Cup Final beckons for the Raptors By SHAUN DRISCOLL Liverpool Raptors are into the final of the Challenge Cup after they defeated the DMU Falcons 21-17. The University of Liverpool’s American Football team held off a late comeback from the Leicester’s DMU Falcons at Beaumont Park to advance into the finals of the Cup. The Raptors had failed to win a play-off game prior to this season. Raptor’s James Sutherland got his side of to a perfect start with the opening touchdown, and the Raptors did not look back, steaming ahead to a 21-0 lead. The Falcons rebounded, though, and made a late onslaught on the Raptors’ defence, putting up 17 points - but the Liverpool side refused to fold. James said: “We think we are the best team in our division as we have only lost once all season, so it feels good that we now have

© Instagram (jsutherland_97) the opportunity to show everyone how good we are. “It feels good to have contributed in the win.” Liverpool Raptors will face Leeds University in the final of the Challenge Cup and Sutherland recognises the challenge: “They are unbeaten this season and we got beat by them but we are confident that we are now good enough to beat them.”


SPORT LL25 SPORTS DATES FOR THE CALENDAR Grand National Saturday April 6 at Aintree Race Course By ELLIE WATKINSION All eyes will be on Aintree Racecourse for the arrival of the 172nd Grand National next month. The world-famous steeplechase will take place from April 4- 6 with the Randox Health Grand National – the main event – starting at 5.15pm on the Saturday.

There is £3m in prize money up for grabs over the 21 races scheduled and with a reward of £1m for the Randox Health race, Saturday is set to be the most lucrative day. The bookies’ favourites include last year’s champion Tiger Roll, currently priced at 12/1. The nine-year-old horse, ridden by Keith Donoghue, won the Cross Country Chase at Cheltenham last week. Other horses in the mix include, Welsh National winner Elegant Escape priced at 20/1, former

Grand National winner Vintage Clouds, and the experienced Anibale Fly priced at 25/1. Day two of the Grand National marks Ladies Day and the first race Merseyrail Alder Hey Handicap Hurdle is set to start at 1.45pm. It will also be the fourth year of the Style Award, which gives one attendee the chance to win a Range Rover Evoque and a year supply of dresses from Chi Chi London. Other races on Ladies Day

include the Betway Top Novices Chase with a £100,000 prize and the JLT Chase with the biggestprize of the day at £250,000. A map published earlier on this year, marked the different stands across the 3,600-metre course. The stands will include the Festival Zone, West Tip, Queen Mother, Lord Sefton and Princess Royal. Tickets are still available for the Randox Health Grand National next month and can be purchased on the official website.

Liam Smith’s Homecoming Fight Saturday March 30 at the M&S Bank Arena

An Evening with Jamie Carragher Friday at the Heath Business and Technical Park

Liam Smith will fight Sam Eggington on home turf for the first time since 2016. Smith is looking to win back the title that he lost to Saul ‘Canelo’ Alvarez in Texas, and in doing so become the city’s first twotime World Champion.

Join Liverpool legend Jamie Carragher for a night of football memories, with a special live performance from Jamie Webster.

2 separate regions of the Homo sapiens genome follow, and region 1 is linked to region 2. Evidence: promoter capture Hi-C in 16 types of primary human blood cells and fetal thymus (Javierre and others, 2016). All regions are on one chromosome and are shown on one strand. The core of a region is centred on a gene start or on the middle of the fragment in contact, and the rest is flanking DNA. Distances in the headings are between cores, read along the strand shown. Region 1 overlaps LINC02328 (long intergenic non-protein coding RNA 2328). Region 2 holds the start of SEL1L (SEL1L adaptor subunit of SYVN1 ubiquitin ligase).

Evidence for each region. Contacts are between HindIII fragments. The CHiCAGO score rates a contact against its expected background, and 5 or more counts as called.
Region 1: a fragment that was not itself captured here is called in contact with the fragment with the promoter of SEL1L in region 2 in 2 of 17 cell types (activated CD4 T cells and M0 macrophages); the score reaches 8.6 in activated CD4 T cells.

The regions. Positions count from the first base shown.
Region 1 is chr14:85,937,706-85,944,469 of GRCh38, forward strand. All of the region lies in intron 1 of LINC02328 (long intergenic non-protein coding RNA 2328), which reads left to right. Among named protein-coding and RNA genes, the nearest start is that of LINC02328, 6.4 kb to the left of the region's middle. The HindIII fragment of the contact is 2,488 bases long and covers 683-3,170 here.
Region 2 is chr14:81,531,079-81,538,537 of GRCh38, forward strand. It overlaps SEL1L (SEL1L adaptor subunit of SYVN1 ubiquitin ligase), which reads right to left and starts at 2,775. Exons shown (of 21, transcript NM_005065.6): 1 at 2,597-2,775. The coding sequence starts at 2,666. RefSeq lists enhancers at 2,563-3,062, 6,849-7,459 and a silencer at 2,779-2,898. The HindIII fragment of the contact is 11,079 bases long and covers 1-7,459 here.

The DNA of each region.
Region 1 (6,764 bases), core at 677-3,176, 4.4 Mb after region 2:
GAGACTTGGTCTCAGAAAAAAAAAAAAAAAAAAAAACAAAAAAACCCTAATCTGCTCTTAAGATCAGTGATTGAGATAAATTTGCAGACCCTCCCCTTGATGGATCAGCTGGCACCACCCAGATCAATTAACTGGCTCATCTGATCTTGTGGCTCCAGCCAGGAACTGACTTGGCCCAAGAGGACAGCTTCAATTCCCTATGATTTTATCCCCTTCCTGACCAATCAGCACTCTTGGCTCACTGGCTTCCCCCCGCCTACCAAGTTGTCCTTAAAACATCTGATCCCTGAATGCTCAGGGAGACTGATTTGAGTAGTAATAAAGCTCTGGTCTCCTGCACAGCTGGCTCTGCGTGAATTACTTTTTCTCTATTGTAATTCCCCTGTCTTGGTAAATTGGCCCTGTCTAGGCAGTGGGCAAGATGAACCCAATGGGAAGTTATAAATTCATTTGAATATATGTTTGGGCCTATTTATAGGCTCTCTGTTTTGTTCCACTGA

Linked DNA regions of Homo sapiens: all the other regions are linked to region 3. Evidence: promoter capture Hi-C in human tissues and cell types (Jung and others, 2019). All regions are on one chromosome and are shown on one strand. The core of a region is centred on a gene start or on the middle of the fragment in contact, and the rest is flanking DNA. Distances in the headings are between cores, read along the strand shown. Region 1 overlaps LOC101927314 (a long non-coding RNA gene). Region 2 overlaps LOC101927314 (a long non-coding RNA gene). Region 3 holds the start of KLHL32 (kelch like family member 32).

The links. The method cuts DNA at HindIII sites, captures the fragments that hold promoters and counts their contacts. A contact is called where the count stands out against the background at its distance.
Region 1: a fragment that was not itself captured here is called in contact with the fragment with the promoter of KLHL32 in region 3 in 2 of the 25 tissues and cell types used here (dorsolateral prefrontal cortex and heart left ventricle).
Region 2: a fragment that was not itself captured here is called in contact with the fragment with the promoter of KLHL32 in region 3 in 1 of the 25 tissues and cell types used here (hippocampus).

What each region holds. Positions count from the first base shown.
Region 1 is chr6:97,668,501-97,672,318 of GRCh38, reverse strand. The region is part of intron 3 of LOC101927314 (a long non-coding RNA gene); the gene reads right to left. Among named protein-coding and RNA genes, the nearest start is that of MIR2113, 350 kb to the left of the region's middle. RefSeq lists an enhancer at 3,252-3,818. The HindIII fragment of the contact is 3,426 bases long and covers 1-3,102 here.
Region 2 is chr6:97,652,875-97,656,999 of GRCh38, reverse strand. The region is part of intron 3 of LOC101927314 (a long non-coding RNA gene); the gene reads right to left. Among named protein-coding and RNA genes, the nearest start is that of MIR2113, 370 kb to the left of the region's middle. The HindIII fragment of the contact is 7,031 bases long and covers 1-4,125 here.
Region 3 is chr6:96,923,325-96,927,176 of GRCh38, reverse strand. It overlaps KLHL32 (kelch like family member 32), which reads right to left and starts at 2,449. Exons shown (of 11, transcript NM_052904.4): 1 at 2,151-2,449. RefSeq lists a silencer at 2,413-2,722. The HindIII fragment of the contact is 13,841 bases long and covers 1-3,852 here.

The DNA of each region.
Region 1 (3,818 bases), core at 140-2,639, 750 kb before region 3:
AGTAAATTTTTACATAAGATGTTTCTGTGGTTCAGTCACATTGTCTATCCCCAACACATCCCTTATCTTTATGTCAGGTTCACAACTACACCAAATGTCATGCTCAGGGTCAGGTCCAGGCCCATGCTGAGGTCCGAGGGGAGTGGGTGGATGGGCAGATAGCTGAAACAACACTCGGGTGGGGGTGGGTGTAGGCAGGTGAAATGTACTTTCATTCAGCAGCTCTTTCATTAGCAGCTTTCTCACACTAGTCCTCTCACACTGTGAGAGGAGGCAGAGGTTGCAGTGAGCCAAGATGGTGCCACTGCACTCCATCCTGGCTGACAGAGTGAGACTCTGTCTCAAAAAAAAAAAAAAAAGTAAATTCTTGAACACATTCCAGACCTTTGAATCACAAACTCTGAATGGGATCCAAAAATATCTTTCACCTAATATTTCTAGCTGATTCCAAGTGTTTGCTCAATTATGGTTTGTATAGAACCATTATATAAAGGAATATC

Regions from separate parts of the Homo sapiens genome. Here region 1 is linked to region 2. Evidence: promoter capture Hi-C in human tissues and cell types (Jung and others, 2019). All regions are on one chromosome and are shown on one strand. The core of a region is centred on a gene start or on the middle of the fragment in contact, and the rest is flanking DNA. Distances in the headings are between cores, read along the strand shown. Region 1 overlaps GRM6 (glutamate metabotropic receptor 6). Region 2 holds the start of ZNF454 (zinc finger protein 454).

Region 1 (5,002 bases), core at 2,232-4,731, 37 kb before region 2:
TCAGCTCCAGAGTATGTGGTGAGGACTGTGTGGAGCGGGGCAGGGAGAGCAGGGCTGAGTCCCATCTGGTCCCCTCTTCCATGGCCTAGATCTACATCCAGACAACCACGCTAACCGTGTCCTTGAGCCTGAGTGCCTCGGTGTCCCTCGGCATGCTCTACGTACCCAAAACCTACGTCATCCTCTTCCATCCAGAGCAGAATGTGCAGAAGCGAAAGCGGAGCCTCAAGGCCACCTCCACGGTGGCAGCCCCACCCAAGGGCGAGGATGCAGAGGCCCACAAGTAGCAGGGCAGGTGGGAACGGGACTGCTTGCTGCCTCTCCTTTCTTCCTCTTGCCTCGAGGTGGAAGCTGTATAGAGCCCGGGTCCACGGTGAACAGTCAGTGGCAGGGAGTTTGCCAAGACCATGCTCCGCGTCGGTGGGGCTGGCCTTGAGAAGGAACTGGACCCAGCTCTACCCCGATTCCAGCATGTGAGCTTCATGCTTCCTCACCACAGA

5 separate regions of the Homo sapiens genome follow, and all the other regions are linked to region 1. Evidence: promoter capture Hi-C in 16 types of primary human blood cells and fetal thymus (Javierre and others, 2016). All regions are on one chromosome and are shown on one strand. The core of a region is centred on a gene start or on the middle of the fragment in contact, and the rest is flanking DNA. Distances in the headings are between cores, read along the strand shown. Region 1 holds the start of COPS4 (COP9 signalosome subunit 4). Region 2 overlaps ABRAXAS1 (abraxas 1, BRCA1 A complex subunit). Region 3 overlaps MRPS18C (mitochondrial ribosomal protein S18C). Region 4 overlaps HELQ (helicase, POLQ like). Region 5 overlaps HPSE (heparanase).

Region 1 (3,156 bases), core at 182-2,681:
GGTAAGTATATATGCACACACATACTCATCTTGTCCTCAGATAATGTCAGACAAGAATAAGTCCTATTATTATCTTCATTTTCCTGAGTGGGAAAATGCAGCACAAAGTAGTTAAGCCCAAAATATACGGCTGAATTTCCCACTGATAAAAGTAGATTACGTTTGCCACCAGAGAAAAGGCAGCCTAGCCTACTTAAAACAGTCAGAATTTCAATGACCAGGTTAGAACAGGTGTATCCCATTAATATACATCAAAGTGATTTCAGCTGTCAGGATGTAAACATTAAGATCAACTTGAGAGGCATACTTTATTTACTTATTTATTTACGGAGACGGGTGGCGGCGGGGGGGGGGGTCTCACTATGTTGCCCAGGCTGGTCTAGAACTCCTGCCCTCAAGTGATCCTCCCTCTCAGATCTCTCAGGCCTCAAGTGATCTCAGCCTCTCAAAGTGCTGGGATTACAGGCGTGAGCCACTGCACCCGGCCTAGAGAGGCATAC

Betfred British Masters May 8-12 at Hillside Golf Club, Southport

Unibet Premier League Darts April 11 at the M&S Bank Arena

The European Tour is one of the world’s leading golf organisations, with 47 tournaments across 27 countries. Take your chance and see the action live in Southport. Tommy Fleetwood hosts the event.

The top four darts players from the PDC Order of Merit, following the 2018/2019 World Championship, will qualify to play in the league and be joined by six invited players to compete in the event.

On your landmarks, get set, go Runners braved the awful weather conditions to take part in the BTR Liverpool Landmarks Half Marathon. More than 3,500 competitors took part in the 13.1-mile event, in some of the worst weather conditions in the race’s 26-year history.

Images © Paul Francis Cooper


L SPORT

26 L

Break point for tennis club By STEPHEN KILLEN The alarming decline in tennis participation has its eyes on swallowing Maghull Tennis Club, after claiming other small clubs in the past. Now in its 92nd year, the club is at risk of closing its facilities - but their committee members have launched a defiant message that the club will serve for many years to come. They hope that their upcoming fundraiser and other initiatives will secure the financial future of the club. Figures collected by Statista show that between 2016 and 2018, the number of people playing tennis in England has dropped by 50,000. Over the last few years, the club has looked to grow interest in the game throughout the town, recently offering a ‘Tennis for Free’ programme. Gary Schneider, a member of the Tennis Club – speaking on behalf of the committee believes it is vital that the club continues to offer support to children in the community, He said: “I believe it’s massively important that the club continues to stay open. “Even those from the area who may not be members will all have fond memories of going to the

courts and having a game with their mates over the years.” With Liverpool being predominantly football-orientated, the funding in the racket sport hasn’t been in the same league. It has been nearly 10 years since the club received a significant upgrade to their court. The weather and recurring moss on the courts often cause problems with the tennis club, but they’re working with Maghull Town Council to resolve the isuues. The six tennis courts are situated next to Maghull Town Hall, left of the Meadows Leisure Centre at the King George V Playing Fields on Hall Lane. In the surrounding area, there are Maghull Football and Cricket Clubs just a few metres away. Gary, who has been playing tennis since 2000, says it’s been hard to maintain high participation: “It’s always difficult trying to grow interest in the game. “We’ve run a tennis for free programme which aimed at engaging the local community to get fit, be active and have fun by playing tennis.” However, throughout their initiative, they found problems, post-Wimbledon, along the way. Gary continued: “Unfortunately, as we progressed through the year towards winter, numbers began to drop and a decision was made to